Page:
Revisiting my extensive music collection, one artist at a time
[Welcome to Thirty Year Thursday, the weekly series on my favorite albums of 1986]
Artist: BILL BRUFORD
Album: MASTER STROKES 1978-1985
I first became aware of Bill Bruford’s drumming prowess in my early teens via his work on Yes’ first five albums, and then a few years later I discovered his two stints with King Crimson in the mid-‘70s & early-‘80s as well as his contributions to the first album by short-lived prog-rock supergroup U.K. (which I highlighted in my Two And Through post). He also had a solo career via the aptly-named Bruford, the band he formed with guitar virtuoso (and U.K. bandmate) Allan Holdsworth, bassist extraordinaire Jeff Berlin and keyboard maestro Dave Stewart (from prog greats Hatfield And The North, National Health, Egg and many more, not the Eurythmics guy). Guitarist John Clark took over for Holdsworth on their third & final album. The only Bruford album I owned during high school was their sophomore effort, One Of A Kind, while the other two, as well as the two keyboard-and-drum duet records he released with Patrick Moraz (Yes/The Moody Blues), were hard to find. That made the 15-track compilation, Master Strokes 1978-1985, such an important release, as it provided a summary of that era and gave me a chance to own some Bruford on the new compact disc format (I bought my first CD player the previous year). I didn’t expect to include compilations in this series but since I’m highlighting the 1986 albums that meant the most to me back then, I think it deserves its own spotlight.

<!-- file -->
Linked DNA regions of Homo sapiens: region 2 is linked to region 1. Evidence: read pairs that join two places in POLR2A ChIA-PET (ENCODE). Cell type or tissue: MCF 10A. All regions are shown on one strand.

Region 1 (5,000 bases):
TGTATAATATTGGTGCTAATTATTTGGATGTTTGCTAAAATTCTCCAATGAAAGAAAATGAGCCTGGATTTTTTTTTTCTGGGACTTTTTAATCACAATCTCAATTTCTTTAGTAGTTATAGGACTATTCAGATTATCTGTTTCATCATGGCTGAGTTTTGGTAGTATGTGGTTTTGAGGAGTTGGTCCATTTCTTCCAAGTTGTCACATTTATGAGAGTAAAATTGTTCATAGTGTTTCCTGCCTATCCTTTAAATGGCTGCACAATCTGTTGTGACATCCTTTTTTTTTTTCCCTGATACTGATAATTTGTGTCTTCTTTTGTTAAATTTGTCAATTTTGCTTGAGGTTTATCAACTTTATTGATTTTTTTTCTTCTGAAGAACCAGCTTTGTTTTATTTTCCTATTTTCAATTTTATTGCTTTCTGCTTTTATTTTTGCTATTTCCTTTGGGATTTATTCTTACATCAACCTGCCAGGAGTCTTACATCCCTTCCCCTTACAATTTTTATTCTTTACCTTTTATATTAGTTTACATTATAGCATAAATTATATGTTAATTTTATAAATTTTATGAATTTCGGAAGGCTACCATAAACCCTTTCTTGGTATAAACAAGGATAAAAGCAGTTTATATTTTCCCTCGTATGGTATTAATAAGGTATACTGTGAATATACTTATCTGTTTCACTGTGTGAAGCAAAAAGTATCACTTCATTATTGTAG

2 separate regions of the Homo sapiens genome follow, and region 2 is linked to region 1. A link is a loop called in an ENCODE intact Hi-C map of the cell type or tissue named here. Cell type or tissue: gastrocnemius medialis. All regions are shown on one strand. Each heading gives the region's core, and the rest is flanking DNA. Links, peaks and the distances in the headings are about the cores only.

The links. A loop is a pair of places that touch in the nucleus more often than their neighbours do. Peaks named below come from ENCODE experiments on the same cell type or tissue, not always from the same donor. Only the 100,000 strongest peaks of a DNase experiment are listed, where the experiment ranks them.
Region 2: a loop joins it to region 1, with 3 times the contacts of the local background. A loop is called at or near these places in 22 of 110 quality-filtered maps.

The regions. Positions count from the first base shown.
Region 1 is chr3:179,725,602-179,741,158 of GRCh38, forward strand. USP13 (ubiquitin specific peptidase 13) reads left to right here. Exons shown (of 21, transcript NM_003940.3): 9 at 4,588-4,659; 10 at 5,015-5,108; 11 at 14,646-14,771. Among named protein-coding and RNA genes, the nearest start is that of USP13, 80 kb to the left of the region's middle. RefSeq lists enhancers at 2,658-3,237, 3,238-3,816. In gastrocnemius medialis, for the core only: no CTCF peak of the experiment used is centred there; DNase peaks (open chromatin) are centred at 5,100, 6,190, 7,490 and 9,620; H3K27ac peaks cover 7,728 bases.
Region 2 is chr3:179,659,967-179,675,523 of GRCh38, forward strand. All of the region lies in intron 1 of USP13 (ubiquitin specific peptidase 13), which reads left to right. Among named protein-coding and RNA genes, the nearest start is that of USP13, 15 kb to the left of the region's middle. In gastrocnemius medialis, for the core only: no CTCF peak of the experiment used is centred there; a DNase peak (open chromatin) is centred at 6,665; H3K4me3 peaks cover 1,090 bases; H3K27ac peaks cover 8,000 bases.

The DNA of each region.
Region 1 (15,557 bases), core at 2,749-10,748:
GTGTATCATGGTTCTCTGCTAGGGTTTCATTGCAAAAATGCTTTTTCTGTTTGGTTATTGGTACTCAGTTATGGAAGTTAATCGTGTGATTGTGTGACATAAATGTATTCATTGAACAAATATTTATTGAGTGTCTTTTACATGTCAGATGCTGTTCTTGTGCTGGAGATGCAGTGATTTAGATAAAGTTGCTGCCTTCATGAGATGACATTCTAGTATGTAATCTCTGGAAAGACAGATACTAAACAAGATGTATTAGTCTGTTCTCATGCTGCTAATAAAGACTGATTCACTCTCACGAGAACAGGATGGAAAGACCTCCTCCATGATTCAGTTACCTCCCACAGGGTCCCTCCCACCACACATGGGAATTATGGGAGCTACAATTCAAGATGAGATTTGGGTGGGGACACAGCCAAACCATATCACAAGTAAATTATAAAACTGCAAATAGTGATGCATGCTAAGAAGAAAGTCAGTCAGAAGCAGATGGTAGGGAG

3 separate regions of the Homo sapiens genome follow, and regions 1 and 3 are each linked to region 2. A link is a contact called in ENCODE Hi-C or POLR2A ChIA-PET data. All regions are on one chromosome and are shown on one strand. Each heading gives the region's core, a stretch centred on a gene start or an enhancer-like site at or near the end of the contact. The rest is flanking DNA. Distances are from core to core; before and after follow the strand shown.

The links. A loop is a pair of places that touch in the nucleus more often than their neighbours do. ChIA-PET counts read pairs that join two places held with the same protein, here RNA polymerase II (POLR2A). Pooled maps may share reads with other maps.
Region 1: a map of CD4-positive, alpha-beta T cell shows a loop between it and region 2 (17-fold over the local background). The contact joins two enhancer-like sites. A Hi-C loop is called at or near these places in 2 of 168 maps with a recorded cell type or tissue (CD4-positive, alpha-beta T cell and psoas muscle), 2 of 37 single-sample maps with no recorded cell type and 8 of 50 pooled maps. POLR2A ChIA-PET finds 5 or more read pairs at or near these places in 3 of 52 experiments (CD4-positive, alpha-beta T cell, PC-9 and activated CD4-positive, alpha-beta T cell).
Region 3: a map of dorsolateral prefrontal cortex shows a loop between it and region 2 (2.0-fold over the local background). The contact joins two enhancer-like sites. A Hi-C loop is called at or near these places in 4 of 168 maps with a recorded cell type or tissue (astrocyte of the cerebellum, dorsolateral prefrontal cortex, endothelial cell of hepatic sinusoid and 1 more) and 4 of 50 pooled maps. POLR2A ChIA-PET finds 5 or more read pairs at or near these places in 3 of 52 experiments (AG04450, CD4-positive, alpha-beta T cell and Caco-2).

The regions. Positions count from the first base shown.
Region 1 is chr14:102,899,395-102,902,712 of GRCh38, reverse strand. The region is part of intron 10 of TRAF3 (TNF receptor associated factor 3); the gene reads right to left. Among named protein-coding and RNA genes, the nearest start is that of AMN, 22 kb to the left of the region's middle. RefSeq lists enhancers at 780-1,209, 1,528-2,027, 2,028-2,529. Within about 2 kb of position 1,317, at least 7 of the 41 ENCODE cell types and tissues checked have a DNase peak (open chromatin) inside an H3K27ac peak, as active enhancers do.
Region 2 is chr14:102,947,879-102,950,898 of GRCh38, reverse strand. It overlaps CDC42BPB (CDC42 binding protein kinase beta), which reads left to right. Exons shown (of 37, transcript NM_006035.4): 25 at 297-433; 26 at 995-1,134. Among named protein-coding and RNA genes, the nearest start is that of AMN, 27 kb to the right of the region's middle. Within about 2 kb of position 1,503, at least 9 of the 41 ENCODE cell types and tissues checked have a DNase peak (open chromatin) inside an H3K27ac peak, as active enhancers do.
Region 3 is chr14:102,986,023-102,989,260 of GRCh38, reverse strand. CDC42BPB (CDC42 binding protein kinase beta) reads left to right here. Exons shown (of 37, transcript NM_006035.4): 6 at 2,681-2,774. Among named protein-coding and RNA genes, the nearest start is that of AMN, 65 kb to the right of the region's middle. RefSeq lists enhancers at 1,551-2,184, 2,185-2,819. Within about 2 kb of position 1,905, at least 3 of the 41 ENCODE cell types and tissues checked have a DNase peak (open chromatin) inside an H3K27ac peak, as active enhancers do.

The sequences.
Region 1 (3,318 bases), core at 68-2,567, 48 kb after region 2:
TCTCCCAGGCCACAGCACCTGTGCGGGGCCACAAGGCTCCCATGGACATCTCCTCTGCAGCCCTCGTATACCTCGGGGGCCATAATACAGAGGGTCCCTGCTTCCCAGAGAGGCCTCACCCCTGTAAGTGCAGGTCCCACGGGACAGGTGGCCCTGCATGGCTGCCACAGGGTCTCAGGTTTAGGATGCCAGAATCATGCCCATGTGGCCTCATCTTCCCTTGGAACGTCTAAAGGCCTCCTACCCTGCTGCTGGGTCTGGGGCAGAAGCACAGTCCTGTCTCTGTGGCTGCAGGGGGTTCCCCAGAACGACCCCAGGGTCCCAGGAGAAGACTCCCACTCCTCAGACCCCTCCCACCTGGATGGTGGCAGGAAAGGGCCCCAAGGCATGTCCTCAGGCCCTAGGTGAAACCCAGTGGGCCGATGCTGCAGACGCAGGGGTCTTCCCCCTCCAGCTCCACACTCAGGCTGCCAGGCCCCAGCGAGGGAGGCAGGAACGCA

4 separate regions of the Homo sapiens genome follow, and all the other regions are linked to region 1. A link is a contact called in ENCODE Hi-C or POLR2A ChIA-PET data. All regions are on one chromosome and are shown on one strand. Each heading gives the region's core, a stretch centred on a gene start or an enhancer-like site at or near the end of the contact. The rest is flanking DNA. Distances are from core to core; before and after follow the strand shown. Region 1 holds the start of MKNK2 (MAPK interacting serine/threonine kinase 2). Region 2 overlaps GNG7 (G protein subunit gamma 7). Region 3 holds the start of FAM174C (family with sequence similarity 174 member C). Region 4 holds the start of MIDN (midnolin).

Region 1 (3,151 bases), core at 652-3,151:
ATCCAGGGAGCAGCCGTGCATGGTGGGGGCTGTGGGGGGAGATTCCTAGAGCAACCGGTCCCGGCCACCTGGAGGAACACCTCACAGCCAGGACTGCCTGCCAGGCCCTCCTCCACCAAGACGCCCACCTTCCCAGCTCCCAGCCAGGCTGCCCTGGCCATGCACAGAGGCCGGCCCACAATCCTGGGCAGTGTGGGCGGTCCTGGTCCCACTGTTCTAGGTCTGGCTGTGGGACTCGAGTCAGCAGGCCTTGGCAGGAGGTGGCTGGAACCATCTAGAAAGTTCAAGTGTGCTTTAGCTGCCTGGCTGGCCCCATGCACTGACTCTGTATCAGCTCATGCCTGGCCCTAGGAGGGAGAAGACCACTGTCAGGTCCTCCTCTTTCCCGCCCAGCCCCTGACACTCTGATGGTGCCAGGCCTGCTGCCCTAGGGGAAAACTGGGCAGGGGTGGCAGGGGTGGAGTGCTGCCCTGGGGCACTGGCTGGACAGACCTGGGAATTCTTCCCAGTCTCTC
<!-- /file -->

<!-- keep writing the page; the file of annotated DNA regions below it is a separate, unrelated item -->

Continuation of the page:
Nearly half of this collection comes from the aforementioned One Of A Kind, including both parts of “One Of A Kind,” dark & synth-heavy album opener “Hell’s Bells,” the Zappa-esque guitar-and-vibraphone jazz/rock fusion of “Five G,” the light-and-shade of “Travels With Myself – And Someone Else” which moves from light, airy piano jazz to driving fusion, and progressive rock/jazz hybrid “Fainting In Coils,” with its spoken-word vocals in the intro. The other two Bruford records are represented by the swinging fusion with killer bass lines of “If You Can’t Stand The Heat…,” the propulsive vibes-laden “Beelzebub,” the Dixie Dregs-indebted “Joe Frazier” and the only vocal track here, “Gothic 17.” Jeff Berlin’s deep voice and off-kilter delivery put this into similar territory as Stewart Copeland’s songs with The Police & his Klark Kent project. The melodic hook of “walking on broken glass” & the guitar refrain that follows should reel in anyone with a taste for slightly askew art-rock. Only three songs from the Moraz collaborations made the track listing but they’re all good ones. The stark, eerie & slightly dissonant “Living Space,” Bruford’s interpretation of the Max Roach solo piece “The Drum Also Waltzes” and the dynamic piano-and-drum duet “Split Seconds” should entice listeners to check out their parent albums. Master Strokes 1978-1985 is an excellent introduction to the early solo works of one of the most singular drummers of the last half-century. His later jazz group Earthworks was equally impressive but for fans of ‘70s jazz-fusion it’s hard to argue that the recordings included here are his definitive musical statements outside of the bands that made him a drumming icon.